HARMONY Gold was confident it could add about 400,000 ounces in new annual production through corporate action with one potential transaction being actively pursued.
“We are very active with one opportunity,” said Peter Steenkamp, CEO of Harmony Gold on the sidelines of the Mining Indaba conference in Cape Town. “I’m not saying we will buy it at the end of the day; we certainly have other opportunities on the back burner,” he said.
Steenkamp told media and analysts six months ago that the firm would attempt to increase production to 1.5 million oz a year from the current level of just over one million oz/year. He identified assets already in production, generating positive cash flow, with output of about 150,000 to 250,000 oz/year including potential producers in West Africa. “That is one of the regions we’re looking at,” he said.
Buying new production was to generate sufficient cash flow to keep up dividend payments to shareholders whilst the firm strengthened its balance sheet ahead of raising finance for its Wafi-Golpu prospect in Papua New Guinea.
“We want to be in position to build Wafi-Golpu so we are looking to create the cash flow that readies the balance sheet and returns money to investors at times when things going well,” he said. “We have a two- to three-year period in order to do this, but we don’t want to overpay,” he said.
Steenkamp is also harvesting several of its South African mines including Bambanani, Unisel and Kusasalethu. While this was to increase cash flow, some 250,000 oz/year in production would need replacing in about three to five years.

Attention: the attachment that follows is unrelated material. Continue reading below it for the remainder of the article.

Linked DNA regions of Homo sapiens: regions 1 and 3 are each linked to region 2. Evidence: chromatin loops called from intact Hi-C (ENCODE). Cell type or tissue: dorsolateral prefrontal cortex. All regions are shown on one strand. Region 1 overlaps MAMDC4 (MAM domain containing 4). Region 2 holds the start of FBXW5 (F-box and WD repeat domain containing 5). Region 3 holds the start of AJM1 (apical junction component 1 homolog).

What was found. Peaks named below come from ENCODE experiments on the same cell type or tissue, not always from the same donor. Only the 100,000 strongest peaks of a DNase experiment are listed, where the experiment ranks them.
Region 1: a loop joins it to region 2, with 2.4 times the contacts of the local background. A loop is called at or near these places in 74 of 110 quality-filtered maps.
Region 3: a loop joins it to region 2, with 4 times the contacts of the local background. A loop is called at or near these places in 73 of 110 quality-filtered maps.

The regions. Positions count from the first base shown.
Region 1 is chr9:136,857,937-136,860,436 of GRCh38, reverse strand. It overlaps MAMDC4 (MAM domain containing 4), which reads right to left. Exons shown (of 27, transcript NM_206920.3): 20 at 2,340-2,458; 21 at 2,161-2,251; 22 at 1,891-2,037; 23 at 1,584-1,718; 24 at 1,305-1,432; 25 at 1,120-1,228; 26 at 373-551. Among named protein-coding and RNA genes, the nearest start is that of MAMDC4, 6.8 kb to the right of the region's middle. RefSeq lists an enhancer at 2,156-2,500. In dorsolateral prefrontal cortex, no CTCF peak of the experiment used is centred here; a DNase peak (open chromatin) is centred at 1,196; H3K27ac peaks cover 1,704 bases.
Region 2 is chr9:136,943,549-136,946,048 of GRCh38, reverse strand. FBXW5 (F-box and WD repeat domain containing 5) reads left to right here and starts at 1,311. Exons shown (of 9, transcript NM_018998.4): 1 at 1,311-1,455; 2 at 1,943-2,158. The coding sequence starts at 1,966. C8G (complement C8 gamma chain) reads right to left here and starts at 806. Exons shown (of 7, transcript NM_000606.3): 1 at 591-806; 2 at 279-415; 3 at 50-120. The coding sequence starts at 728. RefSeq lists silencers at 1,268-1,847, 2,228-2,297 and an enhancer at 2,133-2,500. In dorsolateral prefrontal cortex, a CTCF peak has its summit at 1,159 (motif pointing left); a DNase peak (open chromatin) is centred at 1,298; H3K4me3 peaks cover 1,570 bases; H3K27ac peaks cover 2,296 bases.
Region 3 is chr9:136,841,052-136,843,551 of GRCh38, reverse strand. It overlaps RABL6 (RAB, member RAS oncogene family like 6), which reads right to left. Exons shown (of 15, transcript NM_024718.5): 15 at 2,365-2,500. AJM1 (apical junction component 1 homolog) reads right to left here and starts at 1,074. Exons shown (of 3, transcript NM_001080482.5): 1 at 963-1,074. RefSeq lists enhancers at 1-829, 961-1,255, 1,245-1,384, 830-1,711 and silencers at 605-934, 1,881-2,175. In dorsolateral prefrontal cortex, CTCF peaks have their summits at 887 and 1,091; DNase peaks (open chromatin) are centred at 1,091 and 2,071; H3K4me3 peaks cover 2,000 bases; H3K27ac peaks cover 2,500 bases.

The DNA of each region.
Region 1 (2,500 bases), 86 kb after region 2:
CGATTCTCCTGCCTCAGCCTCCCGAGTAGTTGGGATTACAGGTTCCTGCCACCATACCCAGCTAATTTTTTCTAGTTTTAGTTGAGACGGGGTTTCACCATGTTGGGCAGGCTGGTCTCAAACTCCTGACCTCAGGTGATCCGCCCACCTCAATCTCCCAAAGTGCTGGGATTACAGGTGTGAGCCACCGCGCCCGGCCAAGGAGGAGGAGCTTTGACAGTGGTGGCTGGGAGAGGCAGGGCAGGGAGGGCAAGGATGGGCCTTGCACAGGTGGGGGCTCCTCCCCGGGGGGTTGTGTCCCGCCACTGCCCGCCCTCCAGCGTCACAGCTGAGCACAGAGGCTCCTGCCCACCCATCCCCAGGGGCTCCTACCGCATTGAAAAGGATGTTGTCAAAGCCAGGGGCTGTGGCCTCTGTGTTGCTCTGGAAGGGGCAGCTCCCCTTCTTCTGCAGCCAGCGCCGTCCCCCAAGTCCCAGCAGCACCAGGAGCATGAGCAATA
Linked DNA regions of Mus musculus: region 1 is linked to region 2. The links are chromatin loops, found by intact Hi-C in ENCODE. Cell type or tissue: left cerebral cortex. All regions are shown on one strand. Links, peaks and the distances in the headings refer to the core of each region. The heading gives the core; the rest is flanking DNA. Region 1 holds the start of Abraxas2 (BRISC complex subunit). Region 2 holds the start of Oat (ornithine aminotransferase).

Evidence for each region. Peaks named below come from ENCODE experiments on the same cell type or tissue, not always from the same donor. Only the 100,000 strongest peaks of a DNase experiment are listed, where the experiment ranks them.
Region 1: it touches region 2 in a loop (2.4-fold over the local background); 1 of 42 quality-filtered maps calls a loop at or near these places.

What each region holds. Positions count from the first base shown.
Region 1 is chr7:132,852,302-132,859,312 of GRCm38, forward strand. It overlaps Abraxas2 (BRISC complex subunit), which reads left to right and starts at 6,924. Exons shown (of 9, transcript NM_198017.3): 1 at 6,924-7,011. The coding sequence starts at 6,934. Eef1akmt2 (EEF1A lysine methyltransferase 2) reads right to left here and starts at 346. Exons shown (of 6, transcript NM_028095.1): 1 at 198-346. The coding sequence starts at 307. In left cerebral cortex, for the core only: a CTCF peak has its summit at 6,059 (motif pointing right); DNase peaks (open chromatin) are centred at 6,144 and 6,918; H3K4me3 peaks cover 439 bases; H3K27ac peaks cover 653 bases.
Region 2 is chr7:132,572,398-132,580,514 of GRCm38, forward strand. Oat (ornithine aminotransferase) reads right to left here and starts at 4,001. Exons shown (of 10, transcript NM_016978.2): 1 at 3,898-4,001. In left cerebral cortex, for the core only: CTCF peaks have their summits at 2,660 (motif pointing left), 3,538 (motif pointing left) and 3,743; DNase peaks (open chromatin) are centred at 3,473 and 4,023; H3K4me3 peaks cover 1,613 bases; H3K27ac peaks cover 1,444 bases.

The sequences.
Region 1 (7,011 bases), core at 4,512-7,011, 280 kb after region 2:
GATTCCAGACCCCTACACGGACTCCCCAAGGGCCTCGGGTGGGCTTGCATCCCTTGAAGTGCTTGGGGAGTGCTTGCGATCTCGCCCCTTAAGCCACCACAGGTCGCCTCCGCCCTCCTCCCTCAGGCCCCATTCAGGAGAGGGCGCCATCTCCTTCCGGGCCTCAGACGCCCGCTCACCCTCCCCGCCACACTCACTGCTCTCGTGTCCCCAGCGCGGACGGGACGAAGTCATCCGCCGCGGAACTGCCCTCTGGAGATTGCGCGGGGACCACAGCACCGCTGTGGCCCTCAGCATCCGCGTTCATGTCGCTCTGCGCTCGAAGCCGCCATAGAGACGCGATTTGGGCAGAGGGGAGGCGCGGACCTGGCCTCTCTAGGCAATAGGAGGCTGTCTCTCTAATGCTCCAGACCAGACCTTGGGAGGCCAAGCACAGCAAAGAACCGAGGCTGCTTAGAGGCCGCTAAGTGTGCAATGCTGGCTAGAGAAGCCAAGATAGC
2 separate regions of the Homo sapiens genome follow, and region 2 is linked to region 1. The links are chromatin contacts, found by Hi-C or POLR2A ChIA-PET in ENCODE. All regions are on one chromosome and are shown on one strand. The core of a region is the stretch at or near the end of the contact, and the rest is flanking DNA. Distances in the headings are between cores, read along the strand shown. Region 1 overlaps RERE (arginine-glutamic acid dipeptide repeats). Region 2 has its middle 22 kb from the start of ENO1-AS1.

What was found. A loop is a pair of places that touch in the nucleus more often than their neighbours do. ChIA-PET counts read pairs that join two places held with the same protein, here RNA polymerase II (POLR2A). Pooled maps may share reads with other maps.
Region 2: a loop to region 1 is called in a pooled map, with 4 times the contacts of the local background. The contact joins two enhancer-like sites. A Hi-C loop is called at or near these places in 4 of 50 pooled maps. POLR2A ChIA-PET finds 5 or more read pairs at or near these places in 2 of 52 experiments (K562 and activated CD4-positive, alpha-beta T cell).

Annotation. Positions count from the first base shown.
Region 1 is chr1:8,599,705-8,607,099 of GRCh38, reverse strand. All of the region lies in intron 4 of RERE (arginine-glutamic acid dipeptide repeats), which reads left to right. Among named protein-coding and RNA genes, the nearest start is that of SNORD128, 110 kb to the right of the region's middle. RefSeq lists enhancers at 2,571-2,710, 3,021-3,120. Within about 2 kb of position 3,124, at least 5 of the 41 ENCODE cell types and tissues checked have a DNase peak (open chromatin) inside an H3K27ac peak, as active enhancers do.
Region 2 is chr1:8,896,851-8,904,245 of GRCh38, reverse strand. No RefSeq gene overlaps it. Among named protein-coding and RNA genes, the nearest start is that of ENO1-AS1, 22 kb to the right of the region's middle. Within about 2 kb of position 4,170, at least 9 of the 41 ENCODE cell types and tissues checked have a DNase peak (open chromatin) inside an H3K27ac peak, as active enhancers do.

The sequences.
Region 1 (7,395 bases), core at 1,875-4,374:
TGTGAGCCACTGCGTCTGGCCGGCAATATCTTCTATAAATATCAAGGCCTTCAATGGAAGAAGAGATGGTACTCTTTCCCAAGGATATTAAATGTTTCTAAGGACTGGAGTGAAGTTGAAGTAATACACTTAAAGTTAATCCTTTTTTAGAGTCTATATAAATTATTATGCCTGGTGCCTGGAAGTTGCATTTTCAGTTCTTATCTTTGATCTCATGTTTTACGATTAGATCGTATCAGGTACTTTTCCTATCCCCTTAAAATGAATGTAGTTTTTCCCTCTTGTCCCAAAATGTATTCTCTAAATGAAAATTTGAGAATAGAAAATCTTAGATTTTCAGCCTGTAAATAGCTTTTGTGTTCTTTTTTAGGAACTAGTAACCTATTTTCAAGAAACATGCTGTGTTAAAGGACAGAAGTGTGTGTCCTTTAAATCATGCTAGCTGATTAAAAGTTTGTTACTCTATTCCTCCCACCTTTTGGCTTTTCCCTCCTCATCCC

“We can’t keep shrinking. Harmony Gold was a 3.5 million oz/year gold producer in 2007; we also need to be able to attract people to the business,” he said, adding that the group had to demonstrate scale and ambition.
Harmony is investing $180m in Hidden Valley, the 100%-owned PNG mine, which it intends to expand to about 180,000 oz/year for an initial six to seven years with potential to double the life of mine.
Analysts, however, were critical of the investment in Hidden Valley saying it had provided poor returns in the past – a view that Steenkamp rejected.
“I can’t see why the mine won’t work,” he said. “I don’t carry baggage. The mine performed well during the last year; it is one of neatest, properly mined operations in world so why shy away from it?,” he said. “It gives a good return; we know the orebody, and we know the country,” he said.